Jace There is a beauty in the scripts written by Peter Bowker, especially rather than following Churchill and Hitler, World on Fire focuses on ordinary people that are sort of caught in the crossfire in the sort of extraordinary circumstances of wartime. Is that one of the things that initially attracted you to the project — the ability to sort of see a Northern girl go through the war as opposed to focusing on, you know, Hitler?

Julia Yeah, definitely. I think growing up, you kind of get the historical retelling of the war. You read the history books, and it’s all kind of dates and facts, and as you say, like the influential figures of the war and everything. And you don’t hear about the stories of the ordinary people and what it was like for people just going about their daily lives. And then the next day they have bombs dropping on their doorstep. And I think that was really special because those were the stories I’d grown up with from my grandparents and heard about their experiences in World War II. And they’re the ones that you don’t really see on the screen that often. And I think it’s quite important to reconnect the youth of today with what happened to show how awful and destructive war can be and to remind them of that, because I think a lot of young people think, “Oh, those were in olden times like it happened so long ago that it really didn’t,” it was not that far out of reach. And them it was special to explore, you know, these young people having the same feelings and relationships and jobs that we do nowadays and having to see them fight to survive and to get on with their daily lives.

Jace What did you make of the fact that Peter Bowker was inspired to create Lois on his own grandmother, Rowena?

Julia It was slightly nerve-wracking because I knew that I had to do her justice. But Peter was amazing when I started, he showed me a photo of Rowena and her best friend Anna, who’s his Auntie Anna, he called her. And then it was just really special for Yrsa Daly-Ward and I to know that we were kind of honoring these women. But also, Peter was quite good at saying, you know, this is your artistic license. You don’t need to try and be this person. That’s that’s not what it’s about. And he’d just use that as a sort of starting seed. But yeah, it’s really special. And I think it’s for everyone to have these personal connections. And just to know that you’re sharing a little bit of their story was a great thing. And it was great to have that as a starting point.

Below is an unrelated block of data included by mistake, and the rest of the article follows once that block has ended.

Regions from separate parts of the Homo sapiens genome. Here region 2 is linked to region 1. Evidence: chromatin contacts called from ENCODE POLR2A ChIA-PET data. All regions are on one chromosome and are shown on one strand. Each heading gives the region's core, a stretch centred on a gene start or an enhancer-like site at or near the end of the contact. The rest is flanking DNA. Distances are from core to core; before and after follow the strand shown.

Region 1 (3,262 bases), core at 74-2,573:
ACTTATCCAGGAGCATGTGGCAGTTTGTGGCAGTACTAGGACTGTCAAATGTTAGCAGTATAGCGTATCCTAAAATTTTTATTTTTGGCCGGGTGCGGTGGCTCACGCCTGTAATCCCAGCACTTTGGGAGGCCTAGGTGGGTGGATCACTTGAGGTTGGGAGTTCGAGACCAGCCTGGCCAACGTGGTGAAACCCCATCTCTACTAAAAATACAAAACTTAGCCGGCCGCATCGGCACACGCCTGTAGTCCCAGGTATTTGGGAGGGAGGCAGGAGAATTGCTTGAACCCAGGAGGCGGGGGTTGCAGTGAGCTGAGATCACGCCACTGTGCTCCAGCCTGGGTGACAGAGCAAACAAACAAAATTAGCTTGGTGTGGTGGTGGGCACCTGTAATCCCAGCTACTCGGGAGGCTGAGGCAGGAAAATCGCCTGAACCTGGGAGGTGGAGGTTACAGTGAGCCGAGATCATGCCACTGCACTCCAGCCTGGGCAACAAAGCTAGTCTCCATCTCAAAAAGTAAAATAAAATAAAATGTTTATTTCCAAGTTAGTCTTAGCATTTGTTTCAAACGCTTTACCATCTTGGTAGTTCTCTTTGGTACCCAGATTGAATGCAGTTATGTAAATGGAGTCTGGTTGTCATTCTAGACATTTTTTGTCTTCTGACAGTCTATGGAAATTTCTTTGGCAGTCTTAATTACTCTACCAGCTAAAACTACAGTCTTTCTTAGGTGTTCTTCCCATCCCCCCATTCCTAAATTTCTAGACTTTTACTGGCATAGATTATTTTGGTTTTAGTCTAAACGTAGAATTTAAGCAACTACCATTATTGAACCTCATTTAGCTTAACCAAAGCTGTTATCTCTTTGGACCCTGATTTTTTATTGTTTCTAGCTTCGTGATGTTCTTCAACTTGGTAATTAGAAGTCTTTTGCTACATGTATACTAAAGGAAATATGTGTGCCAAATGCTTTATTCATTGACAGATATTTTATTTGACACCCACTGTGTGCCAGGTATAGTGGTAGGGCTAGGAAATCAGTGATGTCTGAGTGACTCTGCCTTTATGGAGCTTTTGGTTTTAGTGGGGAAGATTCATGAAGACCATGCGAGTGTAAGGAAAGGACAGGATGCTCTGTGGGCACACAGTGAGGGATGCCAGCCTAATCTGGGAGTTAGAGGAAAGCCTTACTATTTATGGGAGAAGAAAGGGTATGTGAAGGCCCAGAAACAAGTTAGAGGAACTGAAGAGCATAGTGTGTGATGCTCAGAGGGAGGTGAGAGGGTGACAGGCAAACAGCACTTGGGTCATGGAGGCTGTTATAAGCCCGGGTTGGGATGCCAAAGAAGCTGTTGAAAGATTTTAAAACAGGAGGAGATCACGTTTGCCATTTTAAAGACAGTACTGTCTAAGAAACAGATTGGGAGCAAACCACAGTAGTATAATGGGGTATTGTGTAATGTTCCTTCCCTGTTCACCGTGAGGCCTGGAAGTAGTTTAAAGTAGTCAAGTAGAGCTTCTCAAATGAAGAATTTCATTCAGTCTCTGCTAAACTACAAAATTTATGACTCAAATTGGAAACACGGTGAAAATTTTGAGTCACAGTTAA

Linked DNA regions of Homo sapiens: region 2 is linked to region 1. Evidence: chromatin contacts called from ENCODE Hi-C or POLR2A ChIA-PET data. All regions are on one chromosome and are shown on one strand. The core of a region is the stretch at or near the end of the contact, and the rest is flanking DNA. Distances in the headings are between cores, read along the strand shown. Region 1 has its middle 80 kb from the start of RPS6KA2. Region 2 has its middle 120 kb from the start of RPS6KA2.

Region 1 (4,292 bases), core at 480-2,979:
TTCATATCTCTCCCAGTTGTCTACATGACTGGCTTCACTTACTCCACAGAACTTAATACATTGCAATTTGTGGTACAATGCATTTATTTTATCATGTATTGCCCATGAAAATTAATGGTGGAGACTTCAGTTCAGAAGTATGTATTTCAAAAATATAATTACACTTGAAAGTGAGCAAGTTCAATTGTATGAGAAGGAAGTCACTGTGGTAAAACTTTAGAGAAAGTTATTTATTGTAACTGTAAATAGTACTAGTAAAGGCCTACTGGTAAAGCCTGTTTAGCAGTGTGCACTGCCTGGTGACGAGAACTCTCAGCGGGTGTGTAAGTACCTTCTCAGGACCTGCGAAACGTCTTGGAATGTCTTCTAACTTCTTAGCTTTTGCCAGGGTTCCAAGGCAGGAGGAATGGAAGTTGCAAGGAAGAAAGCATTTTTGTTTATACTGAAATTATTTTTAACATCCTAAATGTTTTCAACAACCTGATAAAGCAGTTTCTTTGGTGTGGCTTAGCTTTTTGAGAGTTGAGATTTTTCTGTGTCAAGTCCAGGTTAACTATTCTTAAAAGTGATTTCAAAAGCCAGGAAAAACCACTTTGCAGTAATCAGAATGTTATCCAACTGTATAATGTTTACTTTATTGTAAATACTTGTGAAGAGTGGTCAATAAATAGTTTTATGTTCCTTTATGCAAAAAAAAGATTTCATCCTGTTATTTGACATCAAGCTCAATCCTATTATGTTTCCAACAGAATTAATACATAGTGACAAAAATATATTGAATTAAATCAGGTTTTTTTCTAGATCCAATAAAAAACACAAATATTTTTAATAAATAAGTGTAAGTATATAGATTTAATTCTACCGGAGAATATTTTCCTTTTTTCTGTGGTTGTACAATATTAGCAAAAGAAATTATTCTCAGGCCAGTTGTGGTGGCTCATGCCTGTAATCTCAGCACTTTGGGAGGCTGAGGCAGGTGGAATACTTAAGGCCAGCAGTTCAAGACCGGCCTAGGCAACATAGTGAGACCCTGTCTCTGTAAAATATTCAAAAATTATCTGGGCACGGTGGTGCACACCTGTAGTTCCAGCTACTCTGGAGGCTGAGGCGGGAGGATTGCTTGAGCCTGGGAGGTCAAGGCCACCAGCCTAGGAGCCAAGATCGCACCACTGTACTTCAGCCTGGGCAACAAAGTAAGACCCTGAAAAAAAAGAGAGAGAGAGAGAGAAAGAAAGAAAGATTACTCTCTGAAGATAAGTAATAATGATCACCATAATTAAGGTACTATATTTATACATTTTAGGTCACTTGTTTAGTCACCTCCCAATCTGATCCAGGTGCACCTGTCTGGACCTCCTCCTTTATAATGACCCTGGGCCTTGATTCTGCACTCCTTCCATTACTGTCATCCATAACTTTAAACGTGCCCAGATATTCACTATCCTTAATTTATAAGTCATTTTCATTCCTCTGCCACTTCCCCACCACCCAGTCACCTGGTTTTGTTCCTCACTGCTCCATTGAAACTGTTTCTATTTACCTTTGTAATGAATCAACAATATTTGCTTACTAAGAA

Jace Did you have any conversations with Peter about Rowena specifically or her life during World War II? I mean, as you say, he said to give you sort of artistic license, but were there conversations about that when you were building the character initially during rehearsals?

Julia Yeah, especially about the music side. He told me quite a lot about what it was like for them touring the clubs and being around the clubs of the north. And it kind of, it made it easier for me to realize what it would be like for a working class girl like his grandmother, probably hadn’t left England ever. And at the start of the war, they get the opportunity to go to France and, you know, how amazing! And also it’s quite different because the war was actually opening up doors for them and they were getting paid ten pounds a week. I looked into how much you get paid as an ENSA entertainer and which was a lot more money than what they were surviving on before. So I think it’s quite exciting for both of them. And they want to grasp the opportunity to get to go away and meet new people and experience new culture. But then when they get there, I think the gravity of the situation kind of hits a little bit and it’s a bit scary to think what they’re in the middle of.

Jace I mean, I’ve heard there was a fairly lengthy rehearsal process for World on Fire, which is unusual for a television production. What sort of discussions did you and Jonah Hauer-King have about creating the backstory for Lois and Harry’s relationship?

Julia We had to kind of discuss where we think they might have met because they come from such different worlds. And Peter was quite great at saying like, “I want you guys to come up with this because they’re your characters.” And we kind of decided that they probably bonded over politics. Maybe they’d met at a rally before where we think Harry’s maybe stood in the back corner and Lois’s is up the front and like, shouting, and he’s been excited by a girl like this. Probably hadn’t seen someone like this before, especially not from his part of society. And yet so we had some good chats to just like to kind of come up with their backstory. And then the production company was amazing and they sent us to do some experiences together. So we went and did an escape room to experience like an adrenalized situation which helped with the Blackshirts rally. And we went and did a VR experience just like us walking the plank and falling off things. And it just kind of made us bond quite quickly and we had to have a good laugh together, which was really important when you had to do more serious scenes that you could kind of switch between the two, and become good friends.